• The government knew of credible options to the Bhakra project while it was being planned. These were neglected in favour of Bhakra.
  • Bhakra was an over-designed dam.
  • The assertion by the large dam lobby that groundwater-based irrigation is made possible because of recharge from canal irrigation is incorrect. A very large part of the water used by tubewells in Punjab and Haryana is mined groundwater, not recharged groundwater. The contribution of canal-recharged groundwater is marginal. Moreover, projects like Bhakra are not the best option for recharging groundwater. Better options exist.

Bhakra could have been smaller: It has rarely filled up to capacity

Bhakra was basically built to harvest water from the Sutlej river. When it was found that water from the Sutlej was insufficient to fill up Bhakra, water from the Beas was diverted to Bhakra through the Pandoh dam and the Beas Sutlej Link Project. Even after this diversion, in July 1977, the Bhakra dam has rarely filled to capacity, despite lowering the designated full reservoir level (FRL).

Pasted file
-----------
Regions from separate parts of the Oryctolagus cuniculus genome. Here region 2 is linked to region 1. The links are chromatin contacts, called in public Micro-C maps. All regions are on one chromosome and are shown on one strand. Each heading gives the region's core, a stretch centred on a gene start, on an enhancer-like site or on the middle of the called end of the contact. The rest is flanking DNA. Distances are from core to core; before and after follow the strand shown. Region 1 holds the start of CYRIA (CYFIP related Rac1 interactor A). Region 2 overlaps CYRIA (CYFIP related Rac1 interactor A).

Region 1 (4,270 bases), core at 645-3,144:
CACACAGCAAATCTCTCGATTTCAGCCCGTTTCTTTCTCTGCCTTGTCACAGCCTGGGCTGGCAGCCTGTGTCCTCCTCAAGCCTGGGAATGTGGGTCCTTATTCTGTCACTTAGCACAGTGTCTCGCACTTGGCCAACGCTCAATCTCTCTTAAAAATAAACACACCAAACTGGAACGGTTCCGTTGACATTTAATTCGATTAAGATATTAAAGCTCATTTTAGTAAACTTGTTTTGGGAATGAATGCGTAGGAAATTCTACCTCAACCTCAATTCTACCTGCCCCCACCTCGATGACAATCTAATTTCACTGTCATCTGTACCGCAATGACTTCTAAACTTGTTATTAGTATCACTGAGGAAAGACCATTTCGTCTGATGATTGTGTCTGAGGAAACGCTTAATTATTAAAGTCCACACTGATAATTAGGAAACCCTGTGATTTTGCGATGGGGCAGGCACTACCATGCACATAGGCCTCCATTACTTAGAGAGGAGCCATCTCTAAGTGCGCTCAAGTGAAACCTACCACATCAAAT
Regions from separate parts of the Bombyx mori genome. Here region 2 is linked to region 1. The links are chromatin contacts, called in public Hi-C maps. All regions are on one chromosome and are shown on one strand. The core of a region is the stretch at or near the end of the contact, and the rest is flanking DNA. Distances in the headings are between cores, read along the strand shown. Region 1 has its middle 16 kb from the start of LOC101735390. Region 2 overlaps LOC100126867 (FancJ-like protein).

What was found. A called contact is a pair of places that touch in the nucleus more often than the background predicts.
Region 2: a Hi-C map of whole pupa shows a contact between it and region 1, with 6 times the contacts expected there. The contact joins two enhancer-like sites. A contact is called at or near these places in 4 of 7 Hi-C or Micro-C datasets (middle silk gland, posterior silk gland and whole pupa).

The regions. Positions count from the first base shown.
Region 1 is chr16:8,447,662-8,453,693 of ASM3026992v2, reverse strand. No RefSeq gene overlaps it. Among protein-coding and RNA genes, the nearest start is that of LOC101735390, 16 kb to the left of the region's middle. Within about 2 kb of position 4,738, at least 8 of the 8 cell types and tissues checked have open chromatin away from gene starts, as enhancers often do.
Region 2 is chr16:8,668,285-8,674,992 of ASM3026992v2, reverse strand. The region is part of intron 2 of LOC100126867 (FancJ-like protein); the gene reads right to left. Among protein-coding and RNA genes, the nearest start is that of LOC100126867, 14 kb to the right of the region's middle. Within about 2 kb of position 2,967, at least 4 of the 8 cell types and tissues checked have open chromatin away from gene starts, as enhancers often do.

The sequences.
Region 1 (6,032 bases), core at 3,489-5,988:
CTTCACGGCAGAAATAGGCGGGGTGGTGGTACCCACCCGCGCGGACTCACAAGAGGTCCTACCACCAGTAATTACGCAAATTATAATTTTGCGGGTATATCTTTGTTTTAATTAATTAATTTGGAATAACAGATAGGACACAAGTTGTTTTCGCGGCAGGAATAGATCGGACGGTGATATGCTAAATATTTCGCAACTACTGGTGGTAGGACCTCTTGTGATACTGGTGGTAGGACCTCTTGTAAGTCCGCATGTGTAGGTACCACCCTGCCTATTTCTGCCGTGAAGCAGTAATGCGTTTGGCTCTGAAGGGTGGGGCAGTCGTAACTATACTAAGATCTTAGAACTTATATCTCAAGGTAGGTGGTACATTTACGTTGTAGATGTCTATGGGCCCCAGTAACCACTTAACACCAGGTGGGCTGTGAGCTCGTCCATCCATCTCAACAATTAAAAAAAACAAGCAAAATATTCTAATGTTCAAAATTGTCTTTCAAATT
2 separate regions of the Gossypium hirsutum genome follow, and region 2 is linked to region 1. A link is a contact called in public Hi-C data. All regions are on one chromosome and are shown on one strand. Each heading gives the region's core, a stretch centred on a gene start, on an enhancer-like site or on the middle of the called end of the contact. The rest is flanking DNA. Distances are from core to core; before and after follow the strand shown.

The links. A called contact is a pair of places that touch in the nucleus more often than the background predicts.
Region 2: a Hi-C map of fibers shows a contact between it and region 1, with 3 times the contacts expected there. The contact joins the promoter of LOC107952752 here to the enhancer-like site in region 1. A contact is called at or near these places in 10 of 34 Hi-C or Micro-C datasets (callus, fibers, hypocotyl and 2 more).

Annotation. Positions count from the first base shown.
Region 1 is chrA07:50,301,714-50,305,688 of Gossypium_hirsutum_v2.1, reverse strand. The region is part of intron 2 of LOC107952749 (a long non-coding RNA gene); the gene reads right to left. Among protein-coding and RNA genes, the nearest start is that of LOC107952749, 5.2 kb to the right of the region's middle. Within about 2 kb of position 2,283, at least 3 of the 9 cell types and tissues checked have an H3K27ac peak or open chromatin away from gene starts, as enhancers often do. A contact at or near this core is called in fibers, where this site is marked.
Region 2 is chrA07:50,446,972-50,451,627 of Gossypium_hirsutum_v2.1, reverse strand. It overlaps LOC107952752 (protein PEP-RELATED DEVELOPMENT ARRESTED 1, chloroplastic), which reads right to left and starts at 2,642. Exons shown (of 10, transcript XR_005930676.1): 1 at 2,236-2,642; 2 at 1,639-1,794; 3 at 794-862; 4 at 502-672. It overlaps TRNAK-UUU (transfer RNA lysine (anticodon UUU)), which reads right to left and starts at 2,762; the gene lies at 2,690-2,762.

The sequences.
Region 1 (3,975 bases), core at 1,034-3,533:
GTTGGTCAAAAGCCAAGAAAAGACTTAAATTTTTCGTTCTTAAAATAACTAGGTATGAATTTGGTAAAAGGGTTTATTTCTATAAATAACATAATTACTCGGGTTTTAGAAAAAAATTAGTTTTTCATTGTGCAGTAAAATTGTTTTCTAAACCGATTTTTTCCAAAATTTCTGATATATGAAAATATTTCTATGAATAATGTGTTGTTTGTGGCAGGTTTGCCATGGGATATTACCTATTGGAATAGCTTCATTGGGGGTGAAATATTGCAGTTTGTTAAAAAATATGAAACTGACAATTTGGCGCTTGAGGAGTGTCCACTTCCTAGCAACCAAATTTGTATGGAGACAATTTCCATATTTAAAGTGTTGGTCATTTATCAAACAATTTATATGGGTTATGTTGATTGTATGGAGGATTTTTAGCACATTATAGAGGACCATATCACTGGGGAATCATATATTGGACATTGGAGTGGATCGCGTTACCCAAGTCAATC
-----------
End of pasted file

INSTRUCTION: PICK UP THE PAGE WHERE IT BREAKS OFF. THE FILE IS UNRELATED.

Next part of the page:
If one considers the figures for the past 15 years (see graph), from 1989-90 to 2004-05, we see that Bhakra did not achieve storage up to the lowered designated FRL even once, where 1,685 feet is the FRL. (All figures are from the Bhakra Beas Management Board website.) In over half these years, India experienced more than average rainfall.

This means that some of the costs (social, environmental and financial), in terms of building the Bhakra dam to its FRL of 1,690 feet, could have been avoided. Marginal costs (social, environmental and financial) go up for each additional foot increase in the dam's FRL, as the height goes up. This implies that there was little rigorous assessment of the need for the dam and its various parameters, as has been suggested by eminent economist K N Raj.

Limitations